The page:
Another woman picking out a box crackers at the Carrs next to the Northway Mall in East Anchorage said she "had no good excuse."
"I was just tired. I just didn't make the time," she said. "It was just one more stop in an already busy day." She declined to give her name.
Chris Goodrich, a 37-year-old Costco employee, was born and raised in Anchorage, but he's never once registered to vote. He has philosophical reasons for that, but he also said he hasn't been strongly motivated by any issue on a local ballot.
"Nothing really grabs me," he said.
If one issue or candidate did, he said, then he'd head to the polls.
Raymond Carr's excuse: He just missed the election entirely.
"I didn't know when it was," Carr said, walking out of the Value Village on Dimond Boulevard with a pair of comic books in hand.
Carr, a 43-year-old airport employee, also said he hadn't followed any of the local issues closely. He knew there was something about taxis on the ballot, but that was about it. He said he tends to vote in presidential elections and state elections and is more worried about the future of the Permanent Fund dividend. But he doesn't usually vote in local elections.
At a table in the Carrs grocery store at the Northway Mall, Robert Cutler, 48, was eating lunch and said he voted in the presidential election, but not in the local one — usually never in the local one.
"I never have been proactive there," he said. "Probably should be, but for whatever reason I have other priorities in life. So I'm not fully doing my duty there, I guess, as an Alaska citizen."
Alyssa Culver also didn't vote. But she said she felt really bad about it. The 23-year-old was walking up to the Costco on Dimond Boulevard Thursday with her two toddlers.
"I'm a very impassioned voter … and I didn't even realize (it was election day) until half the day was up, and I had already picked up my kids," she said.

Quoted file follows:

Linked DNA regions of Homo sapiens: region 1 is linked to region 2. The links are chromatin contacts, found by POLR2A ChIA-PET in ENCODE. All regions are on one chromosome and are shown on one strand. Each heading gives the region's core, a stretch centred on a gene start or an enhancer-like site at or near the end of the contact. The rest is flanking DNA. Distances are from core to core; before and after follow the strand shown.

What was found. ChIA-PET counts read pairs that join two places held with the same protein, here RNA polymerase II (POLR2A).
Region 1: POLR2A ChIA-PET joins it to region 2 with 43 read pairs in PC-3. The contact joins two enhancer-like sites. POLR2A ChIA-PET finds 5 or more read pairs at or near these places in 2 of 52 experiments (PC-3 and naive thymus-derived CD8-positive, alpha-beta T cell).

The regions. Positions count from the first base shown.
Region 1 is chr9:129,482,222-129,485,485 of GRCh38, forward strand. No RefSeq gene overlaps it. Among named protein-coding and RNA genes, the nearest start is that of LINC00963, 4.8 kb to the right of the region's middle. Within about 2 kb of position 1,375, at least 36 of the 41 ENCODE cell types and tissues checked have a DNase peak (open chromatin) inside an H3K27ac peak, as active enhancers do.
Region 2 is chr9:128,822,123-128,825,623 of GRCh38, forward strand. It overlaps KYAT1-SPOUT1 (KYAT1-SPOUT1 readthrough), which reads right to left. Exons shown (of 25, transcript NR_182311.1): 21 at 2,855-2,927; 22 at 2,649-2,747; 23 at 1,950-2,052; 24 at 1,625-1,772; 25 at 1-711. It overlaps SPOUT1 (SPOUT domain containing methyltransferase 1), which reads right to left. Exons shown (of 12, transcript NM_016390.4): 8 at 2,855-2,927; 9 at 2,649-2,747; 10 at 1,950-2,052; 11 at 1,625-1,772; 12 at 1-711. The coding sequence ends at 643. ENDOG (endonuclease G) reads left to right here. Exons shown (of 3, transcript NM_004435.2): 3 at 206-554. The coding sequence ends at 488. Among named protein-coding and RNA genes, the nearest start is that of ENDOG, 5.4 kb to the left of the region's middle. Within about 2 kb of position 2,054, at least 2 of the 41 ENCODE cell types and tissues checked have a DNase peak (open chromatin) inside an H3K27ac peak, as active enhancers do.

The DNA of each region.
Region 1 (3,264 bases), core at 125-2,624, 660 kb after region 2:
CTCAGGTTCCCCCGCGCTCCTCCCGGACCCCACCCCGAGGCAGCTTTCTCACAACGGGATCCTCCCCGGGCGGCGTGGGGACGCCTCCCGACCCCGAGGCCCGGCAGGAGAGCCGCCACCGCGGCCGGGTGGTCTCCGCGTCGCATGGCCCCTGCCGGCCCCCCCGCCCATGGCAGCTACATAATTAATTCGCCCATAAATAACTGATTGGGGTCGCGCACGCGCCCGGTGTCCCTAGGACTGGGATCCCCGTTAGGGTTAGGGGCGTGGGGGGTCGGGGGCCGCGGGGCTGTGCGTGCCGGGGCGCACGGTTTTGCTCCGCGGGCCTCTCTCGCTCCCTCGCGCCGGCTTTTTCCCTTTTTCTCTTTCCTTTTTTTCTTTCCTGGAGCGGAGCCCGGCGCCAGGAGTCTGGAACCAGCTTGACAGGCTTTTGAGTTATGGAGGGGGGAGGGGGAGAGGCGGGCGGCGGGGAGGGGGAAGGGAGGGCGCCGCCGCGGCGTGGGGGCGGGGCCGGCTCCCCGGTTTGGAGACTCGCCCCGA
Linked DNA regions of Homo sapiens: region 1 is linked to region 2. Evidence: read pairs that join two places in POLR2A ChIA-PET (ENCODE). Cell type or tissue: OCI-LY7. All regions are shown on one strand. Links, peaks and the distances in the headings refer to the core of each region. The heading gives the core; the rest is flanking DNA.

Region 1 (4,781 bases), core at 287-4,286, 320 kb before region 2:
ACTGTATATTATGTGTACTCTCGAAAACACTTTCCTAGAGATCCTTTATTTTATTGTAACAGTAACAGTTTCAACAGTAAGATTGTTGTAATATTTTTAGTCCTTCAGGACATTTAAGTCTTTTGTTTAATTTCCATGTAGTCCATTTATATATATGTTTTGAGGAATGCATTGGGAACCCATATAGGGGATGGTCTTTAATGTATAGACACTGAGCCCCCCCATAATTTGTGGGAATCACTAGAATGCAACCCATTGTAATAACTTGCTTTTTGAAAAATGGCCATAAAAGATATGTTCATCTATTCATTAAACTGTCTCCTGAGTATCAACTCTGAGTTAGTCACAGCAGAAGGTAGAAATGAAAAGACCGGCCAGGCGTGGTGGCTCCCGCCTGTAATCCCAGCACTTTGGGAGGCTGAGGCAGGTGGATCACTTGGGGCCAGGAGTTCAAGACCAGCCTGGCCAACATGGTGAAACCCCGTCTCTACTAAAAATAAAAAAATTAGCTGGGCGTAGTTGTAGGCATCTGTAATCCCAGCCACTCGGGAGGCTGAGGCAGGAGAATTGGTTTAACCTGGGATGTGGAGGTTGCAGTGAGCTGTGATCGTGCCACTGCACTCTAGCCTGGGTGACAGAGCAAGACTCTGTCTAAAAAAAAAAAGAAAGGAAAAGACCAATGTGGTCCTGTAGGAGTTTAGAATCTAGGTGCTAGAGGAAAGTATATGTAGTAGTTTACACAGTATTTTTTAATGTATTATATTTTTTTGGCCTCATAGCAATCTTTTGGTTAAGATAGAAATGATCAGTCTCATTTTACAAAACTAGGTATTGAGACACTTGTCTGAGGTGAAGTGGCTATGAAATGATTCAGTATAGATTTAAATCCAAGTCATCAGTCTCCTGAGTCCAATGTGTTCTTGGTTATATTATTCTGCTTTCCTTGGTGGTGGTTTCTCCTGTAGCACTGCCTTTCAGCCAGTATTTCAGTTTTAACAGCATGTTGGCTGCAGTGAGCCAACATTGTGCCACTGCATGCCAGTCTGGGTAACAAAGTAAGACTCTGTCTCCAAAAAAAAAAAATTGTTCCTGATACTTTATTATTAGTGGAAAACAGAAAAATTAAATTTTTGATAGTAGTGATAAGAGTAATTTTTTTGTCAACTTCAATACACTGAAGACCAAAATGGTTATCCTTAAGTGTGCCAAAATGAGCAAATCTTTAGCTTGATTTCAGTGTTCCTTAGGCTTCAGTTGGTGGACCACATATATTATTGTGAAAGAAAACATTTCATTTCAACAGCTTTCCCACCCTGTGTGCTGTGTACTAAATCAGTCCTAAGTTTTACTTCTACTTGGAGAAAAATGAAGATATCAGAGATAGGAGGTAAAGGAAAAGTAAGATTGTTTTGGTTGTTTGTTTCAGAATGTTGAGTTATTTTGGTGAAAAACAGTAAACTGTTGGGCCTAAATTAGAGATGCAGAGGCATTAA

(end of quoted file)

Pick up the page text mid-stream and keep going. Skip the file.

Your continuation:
Culver said she thinks local elections are important. But she also admitted that since the presidential election, she's more tuned out of politics.
Culver wasn't alone with a sense of political burnout.
A 51-year-old Chevron employee sitting at a table in the Carrs grocery store next to the Northway Mall said she didn't vote because she was tired of politics and distrustful of politicians. She said she worried about the state cutting PFD checks, a money-saving measure that she felt most Alaskans opposed.
Given national and state politics, she said she felt Anchorage residents put the municipal election "on the backburner."
"I think everyone is just tired with what's going on with the presidency and dealing with Gov. Walker and the PFDs and all the changes that are coming," she said, declining to give her name. "I think everybody is just throwing their hands up — that's how I feel. I just feel tired of it all."
Teresa San Miguel, a 31-year-old medical receptionist, did not vote Tuesday. But that wasn't for a lack of interest.
Looking guilty, San Miguel said she ran out of time to do her research. She felt she wasn't going to make an informed decision.
"I've voted before … I just, I don't know. It seemed like, boom, all of a sudden, it was election day," San Miguel said, standing outside of Middle Way Cafe.
This year, San Miguel said, it seemed more difficult to find information about the candidates and ballot measures.
At that moment, her mom, Teresa L. San Miguel, walked up to meet her daughter for lunch.
Asked if she voted Tuesday, the elder San Miguel, who works for the U.S. Postal Service, hung her head.
"I forgot," she said.
She said she realized it was election day about an hour before the polls closed. She usually votes and could have made it, she said, but she just decided not to.